Friday, April 5, 2013

Evil Dead: What You Should Be Watching For, The Conjuring Trailer 2 & The Great Gatsbay Trailer 3

It's actually living up to the hype.
The remake, budgeted at a mere $17 million dollars, uses no Computer Generated Images, everything we see is "real" as a magic trick, illusion or camera angle; that's pretty impressive, and the critics seem to be liking it (it's at a passable 64% on Rotten Tomatoes right now), as well as the fans. So what do we need to be looking for watching this horror-gore fest? There are several things,...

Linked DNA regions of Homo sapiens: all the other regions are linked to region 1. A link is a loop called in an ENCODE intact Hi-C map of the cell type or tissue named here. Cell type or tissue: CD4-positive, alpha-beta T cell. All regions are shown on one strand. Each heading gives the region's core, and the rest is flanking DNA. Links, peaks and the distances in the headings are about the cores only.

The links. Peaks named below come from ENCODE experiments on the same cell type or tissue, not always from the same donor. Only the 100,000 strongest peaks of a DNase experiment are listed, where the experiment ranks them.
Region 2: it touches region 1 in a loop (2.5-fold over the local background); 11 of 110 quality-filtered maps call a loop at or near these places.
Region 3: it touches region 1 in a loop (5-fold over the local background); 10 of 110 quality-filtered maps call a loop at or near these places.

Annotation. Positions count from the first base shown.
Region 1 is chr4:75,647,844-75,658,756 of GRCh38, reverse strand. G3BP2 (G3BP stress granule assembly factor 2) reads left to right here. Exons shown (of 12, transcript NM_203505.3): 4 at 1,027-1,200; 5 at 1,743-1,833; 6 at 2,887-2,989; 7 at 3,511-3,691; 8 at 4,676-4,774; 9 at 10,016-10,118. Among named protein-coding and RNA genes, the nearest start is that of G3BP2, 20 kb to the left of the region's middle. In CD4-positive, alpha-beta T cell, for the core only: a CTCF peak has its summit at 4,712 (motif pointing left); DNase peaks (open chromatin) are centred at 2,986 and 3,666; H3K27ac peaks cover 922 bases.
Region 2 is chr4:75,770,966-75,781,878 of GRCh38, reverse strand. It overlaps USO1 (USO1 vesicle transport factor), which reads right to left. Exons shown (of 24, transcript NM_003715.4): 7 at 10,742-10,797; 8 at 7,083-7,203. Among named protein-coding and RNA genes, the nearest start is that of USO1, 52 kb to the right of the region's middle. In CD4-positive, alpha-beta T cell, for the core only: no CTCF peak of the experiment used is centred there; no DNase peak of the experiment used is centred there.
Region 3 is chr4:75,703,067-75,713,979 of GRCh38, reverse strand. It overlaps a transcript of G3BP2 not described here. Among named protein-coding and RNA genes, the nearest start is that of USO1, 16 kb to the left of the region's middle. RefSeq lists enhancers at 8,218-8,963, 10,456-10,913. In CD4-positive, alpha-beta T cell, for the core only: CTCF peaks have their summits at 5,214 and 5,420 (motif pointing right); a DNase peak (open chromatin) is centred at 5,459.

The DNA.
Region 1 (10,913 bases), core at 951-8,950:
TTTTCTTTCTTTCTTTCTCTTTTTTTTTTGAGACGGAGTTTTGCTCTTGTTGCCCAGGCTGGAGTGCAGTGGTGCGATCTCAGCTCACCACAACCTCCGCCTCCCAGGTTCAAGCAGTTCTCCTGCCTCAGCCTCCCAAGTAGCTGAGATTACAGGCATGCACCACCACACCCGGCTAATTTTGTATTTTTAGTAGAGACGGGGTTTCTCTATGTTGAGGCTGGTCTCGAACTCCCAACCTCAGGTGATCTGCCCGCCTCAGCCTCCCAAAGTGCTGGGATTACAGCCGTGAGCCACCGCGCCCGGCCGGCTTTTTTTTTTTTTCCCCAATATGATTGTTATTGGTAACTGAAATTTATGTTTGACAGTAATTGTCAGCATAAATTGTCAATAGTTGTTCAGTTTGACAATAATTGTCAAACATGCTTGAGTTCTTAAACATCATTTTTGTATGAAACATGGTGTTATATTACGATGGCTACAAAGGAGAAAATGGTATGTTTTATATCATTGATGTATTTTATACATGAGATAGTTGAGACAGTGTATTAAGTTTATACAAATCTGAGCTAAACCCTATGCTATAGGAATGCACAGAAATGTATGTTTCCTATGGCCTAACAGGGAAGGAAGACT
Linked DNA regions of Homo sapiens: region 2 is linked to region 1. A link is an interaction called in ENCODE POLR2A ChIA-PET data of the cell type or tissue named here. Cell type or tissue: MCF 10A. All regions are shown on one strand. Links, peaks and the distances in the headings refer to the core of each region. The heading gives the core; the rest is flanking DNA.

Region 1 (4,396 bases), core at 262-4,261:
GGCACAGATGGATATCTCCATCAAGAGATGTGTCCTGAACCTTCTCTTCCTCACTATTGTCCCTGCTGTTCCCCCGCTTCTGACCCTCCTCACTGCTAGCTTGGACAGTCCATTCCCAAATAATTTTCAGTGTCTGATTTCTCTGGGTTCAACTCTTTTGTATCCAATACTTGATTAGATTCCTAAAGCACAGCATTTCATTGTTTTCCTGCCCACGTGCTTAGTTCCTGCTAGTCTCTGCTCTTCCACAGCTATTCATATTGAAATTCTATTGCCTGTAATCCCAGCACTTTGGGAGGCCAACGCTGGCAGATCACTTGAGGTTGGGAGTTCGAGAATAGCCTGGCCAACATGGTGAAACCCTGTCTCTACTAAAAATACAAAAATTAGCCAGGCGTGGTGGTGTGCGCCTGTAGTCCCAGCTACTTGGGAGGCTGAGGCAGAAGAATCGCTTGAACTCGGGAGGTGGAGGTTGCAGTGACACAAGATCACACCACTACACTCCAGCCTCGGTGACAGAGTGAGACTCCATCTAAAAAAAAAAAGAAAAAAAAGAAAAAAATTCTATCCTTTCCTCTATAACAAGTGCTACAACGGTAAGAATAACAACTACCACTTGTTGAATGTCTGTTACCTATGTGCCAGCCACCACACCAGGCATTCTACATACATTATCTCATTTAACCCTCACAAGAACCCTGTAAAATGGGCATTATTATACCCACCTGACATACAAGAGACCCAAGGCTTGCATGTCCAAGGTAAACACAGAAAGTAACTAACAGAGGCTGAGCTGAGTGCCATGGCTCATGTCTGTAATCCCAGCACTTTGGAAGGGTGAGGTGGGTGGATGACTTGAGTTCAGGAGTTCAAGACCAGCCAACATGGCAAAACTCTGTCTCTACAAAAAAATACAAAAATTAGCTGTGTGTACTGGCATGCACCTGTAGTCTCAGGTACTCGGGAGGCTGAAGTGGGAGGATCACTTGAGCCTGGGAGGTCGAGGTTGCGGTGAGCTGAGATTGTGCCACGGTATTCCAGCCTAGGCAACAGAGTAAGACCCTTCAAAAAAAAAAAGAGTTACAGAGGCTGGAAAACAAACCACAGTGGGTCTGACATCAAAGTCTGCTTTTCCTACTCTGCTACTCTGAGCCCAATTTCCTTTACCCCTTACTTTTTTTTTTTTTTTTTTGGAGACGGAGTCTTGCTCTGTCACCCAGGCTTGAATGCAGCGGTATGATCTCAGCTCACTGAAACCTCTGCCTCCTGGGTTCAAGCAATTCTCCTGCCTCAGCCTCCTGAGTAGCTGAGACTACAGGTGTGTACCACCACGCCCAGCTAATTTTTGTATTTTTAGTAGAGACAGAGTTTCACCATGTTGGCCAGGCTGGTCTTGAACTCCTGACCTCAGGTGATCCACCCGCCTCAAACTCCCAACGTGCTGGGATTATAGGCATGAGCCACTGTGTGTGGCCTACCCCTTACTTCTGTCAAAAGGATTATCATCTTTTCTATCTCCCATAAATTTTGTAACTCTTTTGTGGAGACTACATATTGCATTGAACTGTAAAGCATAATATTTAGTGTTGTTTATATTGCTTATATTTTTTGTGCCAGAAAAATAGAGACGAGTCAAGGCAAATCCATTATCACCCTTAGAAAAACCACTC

My dad saw this trailer with me when we were watching a film together and this part, where she licks the box cutter and splits her tongue in two, really grossed him out. Why, we should ask, is it a box cutter? Why not a knife? A razor blade, anything that would make more sense? Well, some of the 9/11 hijackers were using box cutters on (at least) American Airlines Flight 77, fanning the controversy around the newest regulations de-regulating box cutters on flights. This particular scene exists within a context, so we can't say too much here, however, this is something we should be keeping in mind, as well as the first time we see the box cutter (remember the lessons about props from your high school Shakespeare English class? Those will come in handy this weekend!) and any connection with it the film makers want to establish. Look at the top of her forehead: this might turn out to be nothing at all, but it's like the layer of skin is peeling back, like a mask, to reveal something. Please remember as we watch the film, the trailer opens with a thunderstorm, and "storms" have served well as parables for the 2008 economic crisis which took the country by storm and set conditions for the start of the socialist revolution.